Our cheetah ambassadors work with their trainers at the Cat Ambassador Program (CAP), educating more than 150,000 people a year about the importance of cheetahs and other wild cat predators. From April to October, Zoo guests can witness cheetahs running and other wild cats performing natural behaviors during Cheetah Encounter shows. During the school year, CAP staff introduces students to cheetahs and small wild cats during assembly programs.
At 14 years old, Sara is our most experienced ambassador and still enjoys running during shows. In fact, she is the “fastest cheetah in captivity” as she was clocked running 100 meters in 5.95 seconds last summer during a National Geographic photo shoot. Watch the behind-the-scenes video here.
Born at the DeWildt Breeding Center in South Africa in 2004, Bravo and Chance came to us when they were six months old. They remain a coalition here, as brother cheetahs often stick together in the wild, and are our only cheetahs housed together. They spend more time in our Africa exhibit yard than the other cheetahs.
Tommy T was born at the Zoo’s off-site Cheetah Breeding Facility in 2008 and is named after Tom Tenhundfeld, the lead keeper at the facility. He was raised with Pow Wow (the dog), and was featured in the November 2012 issue of National Geographic Magazine. He even made the cover!
Nia Faye was also born at our Breeding Facility in 2009. We affectionately call her our “wild child”. She took a lot of work, but she is a great ambassador and is rivaling Sara in speed.
Born in 2012, Savanna is our youngest ambassador. She was the cheetah featured with Zoo Director, Thane Maynard, on the Today Show to promote our partnership with National Geographic Magazine. Watch the video here.
Supporting Cheetah Conservation
In addition to spreading awareness, the CAP also collects donations for The Angel Fund to support cheetah conservation. For 12 years, Cat Ambassador Program founder Cathryn Hilker and a cheetah named Angel worked together to educate people about cheetahs. Established in Angel’s memory in 1992, The Angel Fund raises funds to support a variety of cheetah conservation projects committed to saving cheetahs both in captivity and in the wild. Over the years, the Zoo and The Angel Fund has supported and participated in many cheetah conservation field projects, including but not limited to the following programs.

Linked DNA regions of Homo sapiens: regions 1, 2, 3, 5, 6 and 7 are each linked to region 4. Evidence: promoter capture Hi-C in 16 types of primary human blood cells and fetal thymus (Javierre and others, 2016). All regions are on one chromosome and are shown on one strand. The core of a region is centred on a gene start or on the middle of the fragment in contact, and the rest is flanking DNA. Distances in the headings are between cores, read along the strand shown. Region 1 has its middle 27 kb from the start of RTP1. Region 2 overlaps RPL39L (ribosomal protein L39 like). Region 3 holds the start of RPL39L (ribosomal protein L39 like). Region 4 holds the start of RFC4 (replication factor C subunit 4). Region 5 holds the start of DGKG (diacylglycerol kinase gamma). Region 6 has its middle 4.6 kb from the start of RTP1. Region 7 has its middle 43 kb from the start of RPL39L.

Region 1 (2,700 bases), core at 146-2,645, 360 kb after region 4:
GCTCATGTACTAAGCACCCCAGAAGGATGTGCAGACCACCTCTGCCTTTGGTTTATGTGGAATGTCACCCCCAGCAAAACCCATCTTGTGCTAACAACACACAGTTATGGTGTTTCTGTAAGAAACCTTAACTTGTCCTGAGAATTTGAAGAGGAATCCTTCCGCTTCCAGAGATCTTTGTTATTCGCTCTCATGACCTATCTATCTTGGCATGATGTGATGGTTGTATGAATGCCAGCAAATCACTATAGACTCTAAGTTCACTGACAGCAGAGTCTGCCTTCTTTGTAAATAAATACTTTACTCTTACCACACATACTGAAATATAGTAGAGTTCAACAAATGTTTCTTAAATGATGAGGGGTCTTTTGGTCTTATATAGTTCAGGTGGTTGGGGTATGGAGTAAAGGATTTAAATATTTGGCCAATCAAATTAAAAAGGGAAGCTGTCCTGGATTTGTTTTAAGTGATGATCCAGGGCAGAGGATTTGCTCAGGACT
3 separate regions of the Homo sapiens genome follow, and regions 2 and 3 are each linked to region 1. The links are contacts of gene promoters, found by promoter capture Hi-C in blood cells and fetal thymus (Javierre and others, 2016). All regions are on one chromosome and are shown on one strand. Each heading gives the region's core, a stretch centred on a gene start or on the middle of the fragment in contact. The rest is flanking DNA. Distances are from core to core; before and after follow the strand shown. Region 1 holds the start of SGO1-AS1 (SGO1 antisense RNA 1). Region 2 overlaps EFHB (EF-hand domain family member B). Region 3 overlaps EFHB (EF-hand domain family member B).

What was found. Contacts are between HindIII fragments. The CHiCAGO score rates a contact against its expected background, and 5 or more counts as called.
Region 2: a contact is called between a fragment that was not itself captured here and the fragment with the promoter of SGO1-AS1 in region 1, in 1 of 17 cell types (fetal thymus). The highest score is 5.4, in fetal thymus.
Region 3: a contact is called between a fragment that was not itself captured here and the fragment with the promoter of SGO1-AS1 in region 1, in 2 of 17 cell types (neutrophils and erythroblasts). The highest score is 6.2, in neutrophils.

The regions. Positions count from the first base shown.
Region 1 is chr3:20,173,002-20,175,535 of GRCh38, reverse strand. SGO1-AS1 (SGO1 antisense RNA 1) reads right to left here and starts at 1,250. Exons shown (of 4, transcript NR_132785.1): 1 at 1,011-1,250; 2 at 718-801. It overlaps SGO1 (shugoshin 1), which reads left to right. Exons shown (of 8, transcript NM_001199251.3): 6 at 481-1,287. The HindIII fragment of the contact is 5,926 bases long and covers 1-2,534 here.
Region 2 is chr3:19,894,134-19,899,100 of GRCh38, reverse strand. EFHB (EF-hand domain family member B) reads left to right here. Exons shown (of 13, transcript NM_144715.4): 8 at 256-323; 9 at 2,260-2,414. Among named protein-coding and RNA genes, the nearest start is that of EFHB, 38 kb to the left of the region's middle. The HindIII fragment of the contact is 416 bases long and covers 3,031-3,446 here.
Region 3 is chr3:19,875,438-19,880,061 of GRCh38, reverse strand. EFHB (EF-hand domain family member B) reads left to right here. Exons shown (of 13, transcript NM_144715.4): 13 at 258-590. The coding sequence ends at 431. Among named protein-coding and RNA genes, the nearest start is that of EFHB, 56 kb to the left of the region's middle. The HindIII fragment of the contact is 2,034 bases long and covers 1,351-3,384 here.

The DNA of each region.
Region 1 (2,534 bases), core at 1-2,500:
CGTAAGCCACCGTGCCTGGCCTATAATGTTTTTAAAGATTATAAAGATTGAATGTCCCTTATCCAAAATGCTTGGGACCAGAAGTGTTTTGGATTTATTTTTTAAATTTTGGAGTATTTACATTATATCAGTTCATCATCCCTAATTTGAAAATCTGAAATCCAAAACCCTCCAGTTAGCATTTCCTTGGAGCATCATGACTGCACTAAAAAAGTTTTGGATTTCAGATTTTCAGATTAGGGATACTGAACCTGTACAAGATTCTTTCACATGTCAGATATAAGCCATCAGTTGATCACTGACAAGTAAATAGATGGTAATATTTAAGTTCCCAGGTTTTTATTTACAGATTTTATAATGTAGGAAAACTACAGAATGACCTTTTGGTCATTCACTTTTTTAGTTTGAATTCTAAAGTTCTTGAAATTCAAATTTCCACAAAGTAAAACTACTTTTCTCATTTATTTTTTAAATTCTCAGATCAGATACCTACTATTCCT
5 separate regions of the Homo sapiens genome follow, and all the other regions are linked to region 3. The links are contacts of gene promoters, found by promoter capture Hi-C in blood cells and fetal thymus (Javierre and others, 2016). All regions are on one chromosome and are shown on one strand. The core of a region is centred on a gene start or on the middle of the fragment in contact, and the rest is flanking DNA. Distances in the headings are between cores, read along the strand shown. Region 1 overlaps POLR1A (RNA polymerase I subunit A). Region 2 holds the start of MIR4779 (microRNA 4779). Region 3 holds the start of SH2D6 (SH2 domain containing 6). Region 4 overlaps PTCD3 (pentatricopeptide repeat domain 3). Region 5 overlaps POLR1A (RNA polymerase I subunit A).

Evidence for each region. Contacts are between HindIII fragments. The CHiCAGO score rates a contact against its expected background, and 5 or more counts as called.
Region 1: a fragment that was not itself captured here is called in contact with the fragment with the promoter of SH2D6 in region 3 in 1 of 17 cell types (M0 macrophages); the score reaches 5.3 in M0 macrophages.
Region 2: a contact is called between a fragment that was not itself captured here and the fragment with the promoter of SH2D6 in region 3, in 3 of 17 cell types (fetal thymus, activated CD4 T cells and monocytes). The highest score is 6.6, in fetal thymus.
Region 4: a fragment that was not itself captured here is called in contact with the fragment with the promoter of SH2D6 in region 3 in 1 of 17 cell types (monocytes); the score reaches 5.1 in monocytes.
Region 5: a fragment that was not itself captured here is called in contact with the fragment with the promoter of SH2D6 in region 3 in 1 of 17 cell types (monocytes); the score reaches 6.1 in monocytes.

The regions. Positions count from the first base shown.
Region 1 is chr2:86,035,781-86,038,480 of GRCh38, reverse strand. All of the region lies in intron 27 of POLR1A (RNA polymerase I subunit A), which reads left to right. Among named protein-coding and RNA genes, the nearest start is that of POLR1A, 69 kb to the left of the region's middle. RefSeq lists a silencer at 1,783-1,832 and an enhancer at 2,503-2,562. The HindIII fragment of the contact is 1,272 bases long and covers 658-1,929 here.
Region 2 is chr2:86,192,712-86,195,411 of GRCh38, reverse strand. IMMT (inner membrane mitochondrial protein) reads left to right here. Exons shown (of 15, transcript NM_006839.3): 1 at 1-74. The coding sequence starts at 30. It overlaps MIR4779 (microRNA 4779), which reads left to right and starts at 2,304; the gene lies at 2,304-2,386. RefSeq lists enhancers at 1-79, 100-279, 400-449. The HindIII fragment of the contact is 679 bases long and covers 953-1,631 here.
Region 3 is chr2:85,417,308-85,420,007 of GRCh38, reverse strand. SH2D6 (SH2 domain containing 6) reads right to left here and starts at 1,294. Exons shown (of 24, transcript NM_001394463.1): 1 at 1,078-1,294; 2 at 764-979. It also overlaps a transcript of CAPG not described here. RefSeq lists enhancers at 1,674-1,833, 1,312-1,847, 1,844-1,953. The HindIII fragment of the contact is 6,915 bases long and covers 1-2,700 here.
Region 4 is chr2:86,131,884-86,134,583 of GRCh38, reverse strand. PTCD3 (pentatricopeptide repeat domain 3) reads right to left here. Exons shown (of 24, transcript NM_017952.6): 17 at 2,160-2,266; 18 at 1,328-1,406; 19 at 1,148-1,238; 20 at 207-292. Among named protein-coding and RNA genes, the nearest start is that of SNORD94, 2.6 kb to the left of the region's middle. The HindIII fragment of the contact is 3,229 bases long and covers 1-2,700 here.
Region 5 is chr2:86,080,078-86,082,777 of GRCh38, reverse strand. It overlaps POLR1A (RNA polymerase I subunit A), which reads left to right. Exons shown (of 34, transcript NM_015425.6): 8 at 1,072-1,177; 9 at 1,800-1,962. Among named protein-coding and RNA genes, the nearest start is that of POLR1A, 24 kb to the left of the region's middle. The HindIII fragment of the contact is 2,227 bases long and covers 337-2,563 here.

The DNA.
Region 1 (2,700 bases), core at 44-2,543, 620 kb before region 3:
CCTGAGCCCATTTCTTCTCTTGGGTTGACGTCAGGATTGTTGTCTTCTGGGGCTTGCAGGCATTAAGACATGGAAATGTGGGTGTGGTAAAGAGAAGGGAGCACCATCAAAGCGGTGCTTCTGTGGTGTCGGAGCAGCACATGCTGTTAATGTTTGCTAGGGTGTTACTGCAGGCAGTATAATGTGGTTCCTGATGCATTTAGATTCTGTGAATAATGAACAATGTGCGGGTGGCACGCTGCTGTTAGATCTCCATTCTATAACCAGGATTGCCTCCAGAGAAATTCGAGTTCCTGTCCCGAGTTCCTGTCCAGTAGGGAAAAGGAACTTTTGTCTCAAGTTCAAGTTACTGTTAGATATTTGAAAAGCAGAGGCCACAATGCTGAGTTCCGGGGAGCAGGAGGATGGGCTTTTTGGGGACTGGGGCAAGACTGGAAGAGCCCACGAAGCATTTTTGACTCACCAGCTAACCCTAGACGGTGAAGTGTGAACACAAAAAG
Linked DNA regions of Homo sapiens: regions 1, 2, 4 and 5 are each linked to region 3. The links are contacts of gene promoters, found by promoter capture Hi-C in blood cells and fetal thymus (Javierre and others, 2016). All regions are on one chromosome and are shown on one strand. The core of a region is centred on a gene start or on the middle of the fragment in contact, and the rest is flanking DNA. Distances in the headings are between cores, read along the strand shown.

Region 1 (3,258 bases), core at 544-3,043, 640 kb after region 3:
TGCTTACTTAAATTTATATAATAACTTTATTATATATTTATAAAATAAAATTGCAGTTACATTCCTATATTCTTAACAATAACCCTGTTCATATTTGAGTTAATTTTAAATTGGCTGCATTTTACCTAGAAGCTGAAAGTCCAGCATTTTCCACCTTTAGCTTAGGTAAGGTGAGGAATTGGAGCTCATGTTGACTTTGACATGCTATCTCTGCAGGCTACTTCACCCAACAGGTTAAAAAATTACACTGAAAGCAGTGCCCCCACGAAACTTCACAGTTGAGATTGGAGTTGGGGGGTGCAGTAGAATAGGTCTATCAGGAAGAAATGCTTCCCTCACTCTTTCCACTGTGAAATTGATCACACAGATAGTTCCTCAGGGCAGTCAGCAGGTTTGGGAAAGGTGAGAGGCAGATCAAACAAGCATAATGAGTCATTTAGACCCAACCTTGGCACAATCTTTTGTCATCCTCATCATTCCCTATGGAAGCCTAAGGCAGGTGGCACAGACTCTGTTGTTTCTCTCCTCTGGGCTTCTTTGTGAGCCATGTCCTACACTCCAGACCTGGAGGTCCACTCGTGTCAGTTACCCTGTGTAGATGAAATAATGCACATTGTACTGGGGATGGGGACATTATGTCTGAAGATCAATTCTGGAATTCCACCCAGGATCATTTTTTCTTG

- Cheetah Outreach is a community-based education program based in South Africa that conducts school presentations with ambassador cheetahs as well as teacher workshops. Cheetah Outreach also breeds Anatolian shepherd dogs and places them on South African farms to guard livestock in an effort to reduce conflict between farmers and predators.
- The Ruaha Carnivore Project works with local communities to help develop effective conservation strategies for large carnivores in Tanzania. The mission is being achieved through targeted research and monitoring, mitigation of threats, mentorship, training and community outreach.
- Cheetah Conservation Botswana aims to preserve the nation’s cheetah population through scientific research, community outreach and education, working with rural communities to promote coexistence with Botswana’s rich diversity of predator species.
A Leader in Cheetah Breeding
With inspiration and support from The Angel Fund, the Zoo also has become a leader in captive cheetah breeding. Since 2002, 41 cubs have been produced at the Zoo’s off-site Cheetah Breeding Facility in Clermont County. The Zoo is one of nine AZA-accredited institutions that participate in a cheetah Breeding Center Coalition (BCC). Working closely with the Cheetah Species Survival Plan, the BCC’s goal is to create a sustainable cheetah population that will prevent extinction of the world’s fastest land animal.
You Can Help
Want to help us save cheetahs? Consider donating to The Angel Fund!
December 4, 2014 1 Comment